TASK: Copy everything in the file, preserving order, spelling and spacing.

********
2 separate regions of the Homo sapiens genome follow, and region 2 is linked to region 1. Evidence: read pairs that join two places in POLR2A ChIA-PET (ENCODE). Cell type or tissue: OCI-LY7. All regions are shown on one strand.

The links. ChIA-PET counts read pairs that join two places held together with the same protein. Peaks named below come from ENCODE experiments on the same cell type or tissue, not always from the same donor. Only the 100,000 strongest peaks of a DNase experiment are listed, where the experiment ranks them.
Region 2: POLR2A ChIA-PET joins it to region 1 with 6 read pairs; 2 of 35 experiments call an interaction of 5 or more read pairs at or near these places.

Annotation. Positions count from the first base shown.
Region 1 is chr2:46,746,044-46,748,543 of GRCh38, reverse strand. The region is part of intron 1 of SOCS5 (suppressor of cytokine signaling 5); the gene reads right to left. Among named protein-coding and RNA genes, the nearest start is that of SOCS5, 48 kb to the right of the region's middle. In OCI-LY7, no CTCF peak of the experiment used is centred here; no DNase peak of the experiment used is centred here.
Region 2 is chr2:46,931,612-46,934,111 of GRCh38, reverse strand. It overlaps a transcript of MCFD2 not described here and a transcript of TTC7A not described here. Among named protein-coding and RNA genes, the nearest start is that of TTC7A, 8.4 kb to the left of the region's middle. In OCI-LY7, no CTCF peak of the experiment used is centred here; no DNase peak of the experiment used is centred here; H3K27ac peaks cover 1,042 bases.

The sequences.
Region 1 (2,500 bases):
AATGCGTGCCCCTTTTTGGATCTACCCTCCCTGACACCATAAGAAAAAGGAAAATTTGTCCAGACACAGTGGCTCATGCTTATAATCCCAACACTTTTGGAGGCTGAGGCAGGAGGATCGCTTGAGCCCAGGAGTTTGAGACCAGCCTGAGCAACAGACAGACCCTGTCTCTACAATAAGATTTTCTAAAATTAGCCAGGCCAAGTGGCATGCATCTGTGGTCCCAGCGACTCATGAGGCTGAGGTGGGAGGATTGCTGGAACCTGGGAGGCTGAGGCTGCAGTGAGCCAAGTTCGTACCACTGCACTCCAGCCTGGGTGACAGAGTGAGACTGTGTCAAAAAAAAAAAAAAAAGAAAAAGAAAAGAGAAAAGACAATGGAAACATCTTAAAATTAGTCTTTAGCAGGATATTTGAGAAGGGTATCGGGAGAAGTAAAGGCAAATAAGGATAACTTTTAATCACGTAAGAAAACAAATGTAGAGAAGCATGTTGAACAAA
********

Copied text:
2 separate regions of the Homo sapiens genome follow, and region 2 is linked to region 1. Evidence: read pairs that join two places in POLR2A ChIA-PET (ENCODE). Cell type or tissue: OCI-LY7. All regions are shown on one strand.

The links. ChIA-PET counts read pairs that join two places held together with the same protein. Peaks named below come from ENCODE experiments on the same cell type or tissue, not always from the same donor. Only the 100,000 strongest peaks of a DNase experiment are listed, where the experiment ranks them.
Region 2: POLR2A ChIA-PET joins it to region 1 with 6 read pairs; 2 of 35 experiments call an interaction of 5 or more read pairs at or near these places.

Annotation. Positions count from the first base shown.
Region 1 is chr2:46,746,044-46,748,543 of GRCh38, reverse strand. The region is part of intron 1 of SOCS5 (suppressor of cytokine signaling 5); the gene reads right to left. Among named protein-coding and RNA genes, the nearest start is that of SOCS5, 48 kb to the right of the region's middle. In OCI-LY7, no CTCF peak of the experiment used is centred here; no DNase peak of the experiment used is centred here.
Region 2 is chr2:46,931,612-46,934,111 of GRCh38, reverse strand. It overlaps a transcript of MCFD2 not described here and a transcript of TTC7A not described here. Among named protein-coding and RNA genes, the nearest start is that of TTC7A, 8.4 kb to the left of the region's middle. In OCI-LY7, no CTCF peak of the experiment used is centred here; no DNase peak of the experiment used is centred here; H3K27ac peaks cover 1,042 bases.

The sequences.
Region 1 (2,500 bases):
AATGCGTGCCCCTTTTTGGATCTACCCTCCCTGACACCATAAGAAAAAGGAAAATTTGTCCAGACACAGTGGCTCATGCTTATAATCCCAACACTTTTGGAGGCTGAGGCAGGAGGATCGCTTGAGCCCAGGAGTTTGAGACCAGCCTGAGCAACAGACAGACCCTGTCTCTACAATAAGATTTTCTAAAATTAGCCAGGCCAAGTGGCATGCATCTGTGGTCCCAGCGACTCATGAGGCTGAGGTGGGAGGATTGCTGGAACCTGGGAGGCTGAGGCTGCAGTGAGCCAAGTTCGTACCACTGCACTCCAGCCTGGGTGACAGAGTGAGACTGTGTCAAAAAAAAAAAAAAAAGAAAAAGAAAAGAGAAAAGACAATGGAAACATCTTAAAATTAGTCTTTAGCAGGATATTTGAGAAGGGTATCGGGAGAAGTAAAGGCAAATAAGGATAACTTTTAATCACGTAAGAAAACAAATGTAGAGAAGCATGTTGAACAAA